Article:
The Goal Is To Attack A Movement

The Georgia Attorney General’s office appears to have made a major blunder in the ongoing prosecution of 61 Stop Cop City activists—one that could potentially cost the state its case altogether. According to a motion filed by attorneys for three defendants who run the nonprofit Atlanta Solidarity Fund (ASF), Georgia Deputy Attorney General John Fowler’s prosecutorial team has extensively and brazenly violated multiple defendants’ right to attorney-client privilege. This motion is just the most recent episode in the RICO case that has been denounced by activists and legal experts as a political prosecution intended to punish and intimidate those in the Stop Cop City movement.

Why Housing First Failed In Canada

Every day more Canadians are being pressed into homelessness. Shelters are overflowing. Tent cities are ubiquitous. Diseases more commonly associated with refugee camps have popped up with alarming frequency in inner-cities across the country. The numbers are devastating: up to 300,000 Canadians will experience homelessness this year—a substantial increase from the 235,000 who were homeless in 2016. Cities are scrambling to find solutions; sanctioned encampments, increased shelter capacity, forced removal by police. Nothing is working. It’s a crisis the federal government has been trying to solve.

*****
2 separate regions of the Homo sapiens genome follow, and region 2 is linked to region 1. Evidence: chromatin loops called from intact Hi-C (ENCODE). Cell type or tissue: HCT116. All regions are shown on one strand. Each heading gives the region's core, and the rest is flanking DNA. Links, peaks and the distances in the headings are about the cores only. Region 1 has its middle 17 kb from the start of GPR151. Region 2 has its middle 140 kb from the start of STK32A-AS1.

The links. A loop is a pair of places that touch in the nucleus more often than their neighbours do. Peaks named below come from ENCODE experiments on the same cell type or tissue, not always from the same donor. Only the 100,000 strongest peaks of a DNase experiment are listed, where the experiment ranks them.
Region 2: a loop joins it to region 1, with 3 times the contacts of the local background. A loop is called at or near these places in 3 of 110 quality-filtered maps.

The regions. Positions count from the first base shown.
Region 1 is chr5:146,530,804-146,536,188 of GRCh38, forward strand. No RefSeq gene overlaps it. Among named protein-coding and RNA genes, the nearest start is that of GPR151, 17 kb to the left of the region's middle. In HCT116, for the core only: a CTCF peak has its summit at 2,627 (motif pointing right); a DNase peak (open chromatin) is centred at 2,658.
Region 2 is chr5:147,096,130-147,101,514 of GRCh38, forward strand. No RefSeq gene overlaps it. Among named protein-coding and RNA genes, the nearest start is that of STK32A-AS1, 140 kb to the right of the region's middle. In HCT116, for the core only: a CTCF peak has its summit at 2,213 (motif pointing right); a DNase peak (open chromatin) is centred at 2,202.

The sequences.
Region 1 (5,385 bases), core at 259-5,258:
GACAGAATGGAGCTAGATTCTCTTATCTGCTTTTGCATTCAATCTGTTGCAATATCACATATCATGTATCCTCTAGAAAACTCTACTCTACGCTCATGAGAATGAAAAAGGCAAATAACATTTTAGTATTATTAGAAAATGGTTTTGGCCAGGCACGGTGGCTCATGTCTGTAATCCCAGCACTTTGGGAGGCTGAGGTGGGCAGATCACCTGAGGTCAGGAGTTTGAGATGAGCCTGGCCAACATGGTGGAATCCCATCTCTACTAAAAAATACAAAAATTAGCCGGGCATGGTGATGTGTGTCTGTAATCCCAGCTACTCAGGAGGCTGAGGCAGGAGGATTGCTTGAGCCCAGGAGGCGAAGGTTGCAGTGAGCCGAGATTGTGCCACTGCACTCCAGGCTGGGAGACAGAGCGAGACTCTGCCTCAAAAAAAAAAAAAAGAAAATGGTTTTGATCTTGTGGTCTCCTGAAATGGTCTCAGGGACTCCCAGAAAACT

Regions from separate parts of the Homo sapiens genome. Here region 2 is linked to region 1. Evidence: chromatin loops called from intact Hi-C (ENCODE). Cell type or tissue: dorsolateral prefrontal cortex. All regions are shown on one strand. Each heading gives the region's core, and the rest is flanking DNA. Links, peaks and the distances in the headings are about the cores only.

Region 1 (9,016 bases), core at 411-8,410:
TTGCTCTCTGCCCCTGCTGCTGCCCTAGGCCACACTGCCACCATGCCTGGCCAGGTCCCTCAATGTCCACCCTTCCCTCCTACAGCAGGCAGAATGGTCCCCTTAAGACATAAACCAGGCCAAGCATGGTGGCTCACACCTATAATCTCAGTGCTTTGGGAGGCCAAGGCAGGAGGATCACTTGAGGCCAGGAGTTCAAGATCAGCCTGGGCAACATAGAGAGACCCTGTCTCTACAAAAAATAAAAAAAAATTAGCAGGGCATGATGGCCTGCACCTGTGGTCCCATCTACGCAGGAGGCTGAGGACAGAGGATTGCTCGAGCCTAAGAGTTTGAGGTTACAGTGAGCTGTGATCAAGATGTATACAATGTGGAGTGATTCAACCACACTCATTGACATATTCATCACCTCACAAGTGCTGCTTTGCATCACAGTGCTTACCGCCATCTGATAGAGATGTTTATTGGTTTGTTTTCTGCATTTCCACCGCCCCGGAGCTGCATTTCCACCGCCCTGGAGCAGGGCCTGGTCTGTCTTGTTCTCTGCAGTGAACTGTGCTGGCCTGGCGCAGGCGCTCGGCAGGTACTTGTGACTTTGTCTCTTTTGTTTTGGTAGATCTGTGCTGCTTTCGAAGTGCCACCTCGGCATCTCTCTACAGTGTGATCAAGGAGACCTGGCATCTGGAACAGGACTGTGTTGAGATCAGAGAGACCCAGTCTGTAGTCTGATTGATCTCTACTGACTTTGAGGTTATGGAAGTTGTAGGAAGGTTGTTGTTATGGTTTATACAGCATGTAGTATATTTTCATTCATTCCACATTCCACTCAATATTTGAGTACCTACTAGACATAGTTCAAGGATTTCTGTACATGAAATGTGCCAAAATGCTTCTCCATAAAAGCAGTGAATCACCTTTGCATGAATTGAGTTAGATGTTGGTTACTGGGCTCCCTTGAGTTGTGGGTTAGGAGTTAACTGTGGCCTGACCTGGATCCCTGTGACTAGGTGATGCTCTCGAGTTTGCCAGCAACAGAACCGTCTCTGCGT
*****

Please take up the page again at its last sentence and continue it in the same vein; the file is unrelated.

Ensuring Low-Income Communities Get Their Share Of Green Energy

Low-income communities and people of color are more likely to live in areas affected by flooding, poor air quality, and extreme temperatures, according to the U.S. Environmental Protection Agency (EPA). And, these negative effects of climate change are intensifying. To help find solutions, the Justice Climate Fund strives to ensure that the communities that need it most benefit from the Greenhouse Gas Reduction Fund, a federal program providing billions of dollars from the EPA for clean energy and climate projects. The Justice Climate Fund is an initiative led by the African American Alliance of CDFI CEOs and the Community Builders of Color Coalition, a national network of dozens of financial institutions and advocacy groups led by people of color.

Columbia University Hind’s Hall Defendants Reject Deals